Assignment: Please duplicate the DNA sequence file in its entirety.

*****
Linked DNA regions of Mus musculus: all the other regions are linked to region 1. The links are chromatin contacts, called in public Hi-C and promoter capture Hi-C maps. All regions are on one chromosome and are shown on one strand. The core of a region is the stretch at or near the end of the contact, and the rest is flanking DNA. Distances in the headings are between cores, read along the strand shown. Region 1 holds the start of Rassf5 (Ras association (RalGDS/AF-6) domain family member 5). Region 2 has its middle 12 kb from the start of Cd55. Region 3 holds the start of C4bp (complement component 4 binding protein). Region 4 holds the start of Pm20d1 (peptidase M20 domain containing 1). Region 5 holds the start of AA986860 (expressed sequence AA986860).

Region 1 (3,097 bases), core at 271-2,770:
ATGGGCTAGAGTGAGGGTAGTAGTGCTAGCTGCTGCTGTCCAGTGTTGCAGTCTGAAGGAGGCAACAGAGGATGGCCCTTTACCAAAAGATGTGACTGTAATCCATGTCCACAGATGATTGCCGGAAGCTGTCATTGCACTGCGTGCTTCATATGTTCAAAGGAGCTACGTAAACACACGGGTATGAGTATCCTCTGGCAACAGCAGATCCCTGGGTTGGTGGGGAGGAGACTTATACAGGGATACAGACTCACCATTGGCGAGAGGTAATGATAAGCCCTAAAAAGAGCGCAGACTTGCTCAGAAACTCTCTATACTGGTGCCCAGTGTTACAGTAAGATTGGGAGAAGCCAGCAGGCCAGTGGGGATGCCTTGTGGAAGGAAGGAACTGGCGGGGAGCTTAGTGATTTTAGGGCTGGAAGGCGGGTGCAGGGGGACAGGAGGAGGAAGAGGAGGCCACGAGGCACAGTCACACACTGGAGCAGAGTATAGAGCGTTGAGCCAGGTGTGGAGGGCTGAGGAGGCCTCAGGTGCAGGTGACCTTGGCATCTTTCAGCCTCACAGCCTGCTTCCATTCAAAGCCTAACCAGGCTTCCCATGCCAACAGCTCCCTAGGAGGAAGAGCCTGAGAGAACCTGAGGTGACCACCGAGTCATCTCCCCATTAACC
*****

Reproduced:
Linked DNA regions of Mus musculus: all the other regions are linked to region 1. The links are chromatin contacts, called in public Hi-C and promoter capture Hi-C maps. All regions are on one chromosome and are shown on one strand. The core of a region is the stretch at or near the end of the contact, and the rest is flanking DNA. Distances in the headings are between cores, read along the strand shown. Region 1 holds the start of Rassf5 (Ras association (RalGDS/AF-6) domain family member 5). Region 2 has its middle 12 kb from the start of Cd55. Region 3 holds the start of C4bp (complement component 4 binding protein). Region 4 holds the start of Pm20d1 (peptidase M20 domain containing 1). Region 5 holds the start of AA986860 (expressed sequence AA986860).

Region 1 (3,097 bases), core at 271-2,770:
ATGGGCTAGAGTGAGGGTAGTAGTGCTAGCTGCTGCTGTCCAGTGTTGCAGTCTGAAGGAGGCAACAGAGGATGGCCCTTTACCAAAAGATGTGACTGTAATCCATGTCCACAGATGATTGCCGGAAGCTGTCATTGCACTGCGTGCTTCATATGTTCAAAGGAGCTACGTAAACACACGGGTATGAGTATCCTCTGGCAACAGCAGATCCCTGGGTTGGTGGGGAGGAGACTTATACAGGGATACAGACTCACCATTGGCGAGAGGTAATGATAAGCCCTAAAAAGAGCGCAGACTTGCTCAGAAACTCTCTATACTGGTGCCCAGTGTTACAGTAAGATTGGGAGAAGCCAGCAGGCCAGTGGGGATGCCTTGTGGAAGGAAGGAACTGGCGGGGAGCTTAGTGATTTTAGGGCTGGAAGGCGGGTGCAGGGGGACAGGAGGAGGAAGAGGAGGCCACGAGGCACAGTCACACACTGGAGCAGAGTATAGAGCGTTGAGCCAGGTGTGGAGGGCTGAGGAGGCCTCAGGTGCAGGTGACCTTGGCATCTTTCAGCCTCACAGCCTGCTTCCATTCAAAGCCTAACCAGGCTTCCCATGCCAACAGCTCCCTAGGAGGAAGAGCCTGAGAGAACCTGAGGTGACCACCGAGTCATCTCCCCATTAACC